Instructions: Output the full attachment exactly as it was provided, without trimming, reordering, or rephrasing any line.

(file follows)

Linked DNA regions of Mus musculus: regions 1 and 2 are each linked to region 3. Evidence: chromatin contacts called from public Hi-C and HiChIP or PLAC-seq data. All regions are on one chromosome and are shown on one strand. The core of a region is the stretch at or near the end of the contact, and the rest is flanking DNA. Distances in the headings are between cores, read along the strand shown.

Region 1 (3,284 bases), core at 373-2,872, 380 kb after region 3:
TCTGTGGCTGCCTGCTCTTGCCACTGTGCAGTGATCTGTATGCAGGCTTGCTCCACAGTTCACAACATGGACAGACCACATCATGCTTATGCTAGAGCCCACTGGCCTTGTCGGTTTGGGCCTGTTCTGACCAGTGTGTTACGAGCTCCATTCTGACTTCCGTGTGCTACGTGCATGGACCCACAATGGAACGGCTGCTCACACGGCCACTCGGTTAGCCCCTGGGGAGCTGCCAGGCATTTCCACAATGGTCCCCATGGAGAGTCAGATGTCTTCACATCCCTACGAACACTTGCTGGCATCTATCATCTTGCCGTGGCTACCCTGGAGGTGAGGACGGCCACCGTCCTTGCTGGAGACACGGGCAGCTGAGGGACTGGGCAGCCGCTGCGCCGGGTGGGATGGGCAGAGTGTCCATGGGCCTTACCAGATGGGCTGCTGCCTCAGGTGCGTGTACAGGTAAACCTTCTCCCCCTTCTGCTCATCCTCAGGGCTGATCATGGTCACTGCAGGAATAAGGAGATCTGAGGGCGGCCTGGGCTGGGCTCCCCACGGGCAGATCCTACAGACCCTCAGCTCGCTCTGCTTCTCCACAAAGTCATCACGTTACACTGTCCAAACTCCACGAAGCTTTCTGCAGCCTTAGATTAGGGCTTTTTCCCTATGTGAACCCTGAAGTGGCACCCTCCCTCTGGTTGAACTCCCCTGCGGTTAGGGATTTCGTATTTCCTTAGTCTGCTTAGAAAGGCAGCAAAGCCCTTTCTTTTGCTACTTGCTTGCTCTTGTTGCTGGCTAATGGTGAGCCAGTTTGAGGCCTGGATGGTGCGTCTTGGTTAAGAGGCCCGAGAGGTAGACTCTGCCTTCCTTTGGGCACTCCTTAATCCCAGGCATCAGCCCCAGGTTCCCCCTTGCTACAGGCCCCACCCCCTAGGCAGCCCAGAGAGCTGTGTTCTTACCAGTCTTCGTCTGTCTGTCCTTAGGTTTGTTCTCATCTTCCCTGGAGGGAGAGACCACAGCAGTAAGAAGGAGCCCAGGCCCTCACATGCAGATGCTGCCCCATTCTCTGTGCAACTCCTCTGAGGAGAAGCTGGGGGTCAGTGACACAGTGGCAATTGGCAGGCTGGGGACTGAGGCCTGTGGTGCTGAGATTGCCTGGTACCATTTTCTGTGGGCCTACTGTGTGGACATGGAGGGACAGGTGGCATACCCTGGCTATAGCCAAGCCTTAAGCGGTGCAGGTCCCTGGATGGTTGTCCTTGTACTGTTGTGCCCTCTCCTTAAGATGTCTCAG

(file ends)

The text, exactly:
Linked DNA regions of Mus musculus: regions 1 and 2 are each linked to region 3. Evidence: chromatin contacts called from public Hi-C and HiChIP or PLAC-seq data. All regions are on one chromosome and are shown on one strand. The core of a region is the stretch at or near the end of the contact, and the rest is flanking DNA. Distances in the headings are between cores, read along the strand shown.

Region 1 (3,284 bases), core at 373-2,872, 380 kb after region 3:
TCTGTGGCTGCCTGCTCTTGCCACTGTGCAGTGATCTGTATGCAGGCTTGCTCCACAGTTCACAACATGGACAGACCACATCATGCTTATGCTAGAGCCCACTGGCCTTGTCGGTTTGGGCCTGTTCTGACCAGTGTGTTACGAGCTCCATTCTGACTTCCGTGTGCTACGTGCATGGACCCACAATGGAACGGCTGCTCACACGGCCACTCGGTTAGCCCCTGGGGAGCTGCCAGGCATTTCCACAATGGTCCCCATGGAGAGTCAGATGTCTTCACATCCCTACGAACACTTGCTGGCATCTATCATCTTGCCGTGGCTACCCTGGAGGTGAGGACGGCCACCGTCCTTGCTGGAGACACGGGCAGCTGAGGGACTGGGCAGCCGCTGCGCCGGGTGGGATGGGCAGAGTGTCCATGGGCCTTACCAGATGGGCTGCTGCCTCAGGTGCGTGTACAGGTAAACCTTCTCCCCCTTCTGCTCATCCTCAGGGCTGATCATGGTCACTGCAGGAATAAGGAGATCTGAGGGCGGCCTGGGCTGGGCTCCCCACGGGCAGATCCTACAGACCCTCAGCTCGCTCTGCTTCTCCACAAAGTCATCACGTTACACTGTCCAAACTCCACGAAGCTTTCTGCAGCCTTAGATTAGGGCTTTTTCCCTATGTGAACCCTGAAGTGGCACCCTCCCTCTGGTTGAACTCCCCTGCGGTTAGGGATTTCGTATTTCCTTAGTCTGCTTAGAAAGGCAGCAAAGCCCTTTCTTTTGCTACTTGCTTGCTCTTGTTGCTGGCTAATGGTGAGCCAGTTTGAGGCCTGGATGGTGCGTCTTGGTTAAGAGGCCCGAGAGGTAGACTCTGCCTTCCTTTGGGCACTCCTTAATCCCAGGCATCAGCCCCAGGTTCCCCCTTGCTACAGGCCCCACCCCCTAGGCAGCCCAGAGAGCTGTGTTCTTACCAGTCTTCGTCTGTCTGTCCTTAGGTTTGTTCTCATCTTCCCTGGAGGGAGAGACCACAGCAGTAAGAAGGAGCCCAGGCCCTCACATGCAGATGCTGCCCCATTCTCTGTGCAACTCCTCTGAGGAGAAGCTGGGGGTCAGTGACACAGTGGCAATTGGCAGGCTGGGGACTGAGGCCTGTGGTGCTGAGATTGCCTGGTACCATTTTCTGTGGGCCTACTGTGTGGACATGGAGGGACAGGTGGCATACCCTGGCTATAGCCAAGCCTTAAGCGGTGCAGGTCCCTGGATGGTTGTCCTTGTACTGTTGTGCCCTCTCCTTAAGATGTCTCAG